The year we finally rose up against the pyjama classes

From Canadian truckers to Dutch farmers, working people have had enough of the laptop elites.

Brendan O'Neill

Brendan O'Neill
chief political writer

Topics Politics World

The laptop elites. The pyjama classes. It’s hard to know what to call the new establishment. Those upper-middle-class graduates who make up the knowledge economy. Who think tweeting is a job. Who have faithfully imbibed every woke mantra, from ‘Trans women are women’ to ‘Wear your mask!’. Who are waited on hand and foot by the precariat of Deliveroo and Amazon. Who loathe the old economy – the one that actually makes things – for its unsightly footprint on the planet. And who loved lockdown. Six months making sourdough bread for your Instagram Stories while still getting paid for whatever it is you do for a job? What’s not to like?

Whatever we call them, there’s no doubting these folk had a rude awakening in 2022. For this was a year of almost constant rumbling and revolting against the laptop elites by farmers, deliverymen, truckers – you know, people who make food and maintain infrastructure and make it possible for the pyjama people to get online and share their pronouns. The reality of working-class anger rudely intruded into the fantasy lives of the elites this year, and it was brilliant.

It kicked off in Canada. The Freedom Convoy was an inspiring uprising of truck drivers against Justin Trudeau’s authoritarian diktat that everyone who crosses from America to Canada must have the Covid jab. It was a collective honking of the horn at the elite consensus on Covid. A noisy cry for the right to work without having to submit to a medical procedure. The truckers blocked roads, waved banners saying ‘Liberté!’, set up food stations and bouncy castles for their family members who joined them in solidarity.

Not that you’d have known any of this from the tsunami of propaganda aimed at the truckers by political and media elites, horrified by the sight of gruff men in caps standing up for their rights. They were defamed as fascists. Trudeau madly denounced their ‘anti-Semitism, Islamophobia, anti-black racism, homophobia and transphobia’. This was a word salad of elite woke contempt – the convoy had nothing whatsoever to do with trans or Islam or those other things.

Trudeau used the tyrannical Emergencies Act to try to crush the truckers. He was aided and abetted by Big Tech: GoFundMe withheld millions of dollars in donations from the truckers. That there was such a concerted effort to demonise and silence these drivers who dared to question vaccine mandates was testament to the intolerance of the elites. In their velvet glove of wokeness lies the iron fist of authoritarianism, and it will slam hard on any old-economy riff-raff that dares to question elite wisdom. Know your place, truckers.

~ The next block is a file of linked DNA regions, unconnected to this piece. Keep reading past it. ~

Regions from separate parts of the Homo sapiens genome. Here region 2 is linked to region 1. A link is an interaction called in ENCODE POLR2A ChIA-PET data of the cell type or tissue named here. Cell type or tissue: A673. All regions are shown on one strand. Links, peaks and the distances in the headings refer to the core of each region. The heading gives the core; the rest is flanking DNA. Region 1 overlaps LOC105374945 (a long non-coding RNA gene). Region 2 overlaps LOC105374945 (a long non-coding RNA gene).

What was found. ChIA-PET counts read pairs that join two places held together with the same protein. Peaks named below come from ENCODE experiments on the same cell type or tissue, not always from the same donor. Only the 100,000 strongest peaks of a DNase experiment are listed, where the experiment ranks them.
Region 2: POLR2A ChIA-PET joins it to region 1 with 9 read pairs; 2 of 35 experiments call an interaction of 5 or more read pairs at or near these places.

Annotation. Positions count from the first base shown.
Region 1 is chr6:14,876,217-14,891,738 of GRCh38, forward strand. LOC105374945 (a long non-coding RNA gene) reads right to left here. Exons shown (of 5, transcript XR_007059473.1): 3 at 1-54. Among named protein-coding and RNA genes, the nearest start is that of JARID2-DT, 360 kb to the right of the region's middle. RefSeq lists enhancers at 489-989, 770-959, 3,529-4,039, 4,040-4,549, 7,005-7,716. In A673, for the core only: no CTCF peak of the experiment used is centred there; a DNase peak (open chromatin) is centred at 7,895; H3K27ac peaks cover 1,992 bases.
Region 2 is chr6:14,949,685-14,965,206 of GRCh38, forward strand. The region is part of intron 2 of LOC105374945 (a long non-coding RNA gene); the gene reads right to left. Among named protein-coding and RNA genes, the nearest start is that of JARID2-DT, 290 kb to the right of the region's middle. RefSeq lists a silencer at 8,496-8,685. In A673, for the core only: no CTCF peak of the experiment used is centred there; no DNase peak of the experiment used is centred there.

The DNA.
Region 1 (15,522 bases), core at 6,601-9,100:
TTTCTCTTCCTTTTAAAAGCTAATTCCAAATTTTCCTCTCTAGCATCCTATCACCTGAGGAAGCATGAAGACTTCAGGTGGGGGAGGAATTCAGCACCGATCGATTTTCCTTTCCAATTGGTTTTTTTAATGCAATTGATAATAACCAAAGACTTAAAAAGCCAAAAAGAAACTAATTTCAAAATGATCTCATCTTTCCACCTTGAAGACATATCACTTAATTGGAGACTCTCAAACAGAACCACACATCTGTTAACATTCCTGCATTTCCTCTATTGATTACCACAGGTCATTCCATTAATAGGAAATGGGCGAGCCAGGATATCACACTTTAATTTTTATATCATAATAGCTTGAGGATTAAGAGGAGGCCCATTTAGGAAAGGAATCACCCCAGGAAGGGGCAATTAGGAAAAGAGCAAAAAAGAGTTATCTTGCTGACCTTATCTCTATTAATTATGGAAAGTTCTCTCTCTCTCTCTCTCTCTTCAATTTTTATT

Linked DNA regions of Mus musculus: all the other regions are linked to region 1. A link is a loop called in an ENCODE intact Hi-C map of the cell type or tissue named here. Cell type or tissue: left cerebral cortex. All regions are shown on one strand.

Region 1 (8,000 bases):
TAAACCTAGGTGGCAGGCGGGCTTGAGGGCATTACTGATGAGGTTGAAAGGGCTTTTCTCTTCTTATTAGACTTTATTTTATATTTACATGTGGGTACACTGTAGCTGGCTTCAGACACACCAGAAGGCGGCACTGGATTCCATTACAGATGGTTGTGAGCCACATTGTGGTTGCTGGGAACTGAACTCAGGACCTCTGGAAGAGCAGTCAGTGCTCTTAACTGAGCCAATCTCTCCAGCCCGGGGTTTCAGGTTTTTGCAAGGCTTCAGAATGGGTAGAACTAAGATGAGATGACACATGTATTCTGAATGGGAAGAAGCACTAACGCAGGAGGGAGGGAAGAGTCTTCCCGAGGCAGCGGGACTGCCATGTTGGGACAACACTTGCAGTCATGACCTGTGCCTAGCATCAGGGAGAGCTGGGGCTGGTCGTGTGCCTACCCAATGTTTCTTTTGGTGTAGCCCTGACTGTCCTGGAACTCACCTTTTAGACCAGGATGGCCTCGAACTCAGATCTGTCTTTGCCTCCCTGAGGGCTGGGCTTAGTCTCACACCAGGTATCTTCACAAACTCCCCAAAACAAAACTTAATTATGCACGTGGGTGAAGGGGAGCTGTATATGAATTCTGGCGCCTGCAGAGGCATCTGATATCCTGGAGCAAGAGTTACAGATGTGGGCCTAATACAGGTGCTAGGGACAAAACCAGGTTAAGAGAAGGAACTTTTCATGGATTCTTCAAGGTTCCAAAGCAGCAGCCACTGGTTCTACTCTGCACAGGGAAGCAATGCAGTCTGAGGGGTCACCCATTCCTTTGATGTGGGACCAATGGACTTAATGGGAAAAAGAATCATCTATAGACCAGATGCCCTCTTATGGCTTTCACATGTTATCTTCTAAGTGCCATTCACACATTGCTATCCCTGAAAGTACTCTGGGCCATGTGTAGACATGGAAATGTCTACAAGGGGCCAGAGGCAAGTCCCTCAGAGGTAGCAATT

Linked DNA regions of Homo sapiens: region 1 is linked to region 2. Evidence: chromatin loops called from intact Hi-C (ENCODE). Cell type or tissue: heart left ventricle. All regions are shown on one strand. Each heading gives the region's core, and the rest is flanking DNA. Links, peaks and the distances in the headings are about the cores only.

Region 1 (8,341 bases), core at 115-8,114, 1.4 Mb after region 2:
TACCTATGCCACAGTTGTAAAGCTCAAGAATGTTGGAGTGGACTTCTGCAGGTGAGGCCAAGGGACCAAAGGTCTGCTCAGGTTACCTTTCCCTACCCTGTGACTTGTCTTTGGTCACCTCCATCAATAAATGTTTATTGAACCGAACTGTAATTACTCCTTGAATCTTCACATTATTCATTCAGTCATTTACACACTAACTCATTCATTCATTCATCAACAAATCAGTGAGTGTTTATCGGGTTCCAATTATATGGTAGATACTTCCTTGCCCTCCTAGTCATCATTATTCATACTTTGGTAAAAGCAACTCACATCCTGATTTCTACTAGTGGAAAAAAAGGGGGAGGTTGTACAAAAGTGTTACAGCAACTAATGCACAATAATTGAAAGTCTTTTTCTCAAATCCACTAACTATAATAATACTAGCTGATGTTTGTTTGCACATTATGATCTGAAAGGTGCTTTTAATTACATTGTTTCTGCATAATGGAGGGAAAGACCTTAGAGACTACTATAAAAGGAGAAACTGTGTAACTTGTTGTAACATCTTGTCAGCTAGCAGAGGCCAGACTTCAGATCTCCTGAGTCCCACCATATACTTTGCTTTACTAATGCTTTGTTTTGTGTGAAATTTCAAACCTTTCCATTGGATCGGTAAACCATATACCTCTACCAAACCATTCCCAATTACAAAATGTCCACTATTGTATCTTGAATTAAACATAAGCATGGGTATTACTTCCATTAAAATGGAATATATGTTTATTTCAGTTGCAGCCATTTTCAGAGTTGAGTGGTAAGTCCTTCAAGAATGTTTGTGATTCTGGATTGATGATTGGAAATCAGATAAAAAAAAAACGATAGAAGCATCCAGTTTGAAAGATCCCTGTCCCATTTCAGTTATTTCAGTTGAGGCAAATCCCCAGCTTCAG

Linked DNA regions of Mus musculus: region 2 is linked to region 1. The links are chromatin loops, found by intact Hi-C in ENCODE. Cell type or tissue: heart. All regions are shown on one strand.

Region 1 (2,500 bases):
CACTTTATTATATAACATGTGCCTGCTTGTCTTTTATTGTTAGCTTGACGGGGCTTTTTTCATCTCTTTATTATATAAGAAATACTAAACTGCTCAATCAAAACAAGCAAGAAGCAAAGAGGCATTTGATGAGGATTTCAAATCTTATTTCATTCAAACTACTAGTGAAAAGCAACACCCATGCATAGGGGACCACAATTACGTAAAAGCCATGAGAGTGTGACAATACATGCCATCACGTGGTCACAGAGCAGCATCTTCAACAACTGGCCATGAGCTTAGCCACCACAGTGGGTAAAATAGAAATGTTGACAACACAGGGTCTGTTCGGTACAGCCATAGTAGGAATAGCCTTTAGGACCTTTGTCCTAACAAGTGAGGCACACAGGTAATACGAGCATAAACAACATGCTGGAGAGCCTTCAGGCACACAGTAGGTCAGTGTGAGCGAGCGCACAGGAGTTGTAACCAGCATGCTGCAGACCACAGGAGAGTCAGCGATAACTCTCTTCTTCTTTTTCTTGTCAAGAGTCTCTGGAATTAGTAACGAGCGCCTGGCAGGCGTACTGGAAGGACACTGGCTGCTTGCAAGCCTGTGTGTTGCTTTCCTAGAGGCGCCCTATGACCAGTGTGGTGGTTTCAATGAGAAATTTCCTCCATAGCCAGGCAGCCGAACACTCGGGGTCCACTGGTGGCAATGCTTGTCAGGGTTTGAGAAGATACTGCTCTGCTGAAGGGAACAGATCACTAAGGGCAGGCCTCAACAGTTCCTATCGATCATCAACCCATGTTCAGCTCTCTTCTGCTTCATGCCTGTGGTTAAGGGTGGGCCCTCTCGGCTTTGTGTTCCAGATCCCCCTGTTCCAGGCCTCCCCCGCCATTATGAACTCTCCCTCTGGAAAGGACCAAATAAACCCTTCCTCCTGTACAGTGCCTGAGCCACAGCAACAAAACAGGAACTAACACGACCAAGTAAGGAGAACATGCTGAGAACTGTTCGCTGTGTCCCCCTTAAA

But they refused to know their place. As did many others. Including in Sri Lanka. The revolt there in July, when the economically rattled masses stormed the presidential palace and swept aside the government, was also a revolt against the laptop classes. Yes, numerous local factors shaped that uprising. But much of the immiseration of the Sri Lankan people was the warped handiwork of the virtue-signallers of global institutions. Their unhinged eco-myopia, their belief that societies the world over must make sacrifices to the god of Net Zero, was especially pernicious for Sri Lanka.

Sri Lanka was pressured to become a Net Zero nation. It banned the import of chemical fertilisers in order to make its farming practices more ‘organic’. This was a borderline psychotic policy in a nation where 90 per cent of farmers use fertiliser. The impact was predictably dire. Rice production fell by 43 per cent. Inflation hit a 47-month high. It was proof of how witlessly cruel laptop environmentalism can be. When the anti-industrial prejudices of unworldly global elites are elevated above the needs of workers in the developing world, the result is more poverty and hunger. The Sri Lankan revolt was as much against the insanities of Net Zero as against their own out-of-touch rulers.

Other farmers revolted, too. Dutch farmers continued their road-blocking uprising against their government’s demand that they massively cut back on nitrogen emissions – an EU-authored eco-measure that some predict could lead to the closure of 3,000 farms. Imagine putting the green fairytale ahead of producing food – that’s how crazy our elites now are. Canadian and Irish farmers likewise pushed back against anti-nitrogen madness. Meanwhile, cabbies and truckers took to the streets in Italy, Poland, Albania and elsewhere to register their fury with rising fuel prices.

Everywhere one looked in 2022, ordinary people were agitating against the New Normal. Against the world of less, inflicted on us by cosseted elites and their policies of over-long lockdowns and Net Zero. These were stirring populist statements, and it surely surprised no one that they took place outside the structures of the old left. A left that’s more obsessed with pronouns than production has nothing remotely useful to say to the global working class. This year, we witnessed a revolution of the real, an intrusion of concrete matters of production, transportation and living standards into the post-truth zones inhabited by elites who think biology is a myth, industry is death and farming is a plague. May the fightback of reality continue in 2023.

Brendan O’Neill is spiked’s chief political writer and host of the spiked podcast, The Brendan O’Neill Show. Subscribe to the podcast here. And find Brendan on Instagram: @burntoakboy

Picture by: Getty.

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Topics Politics World


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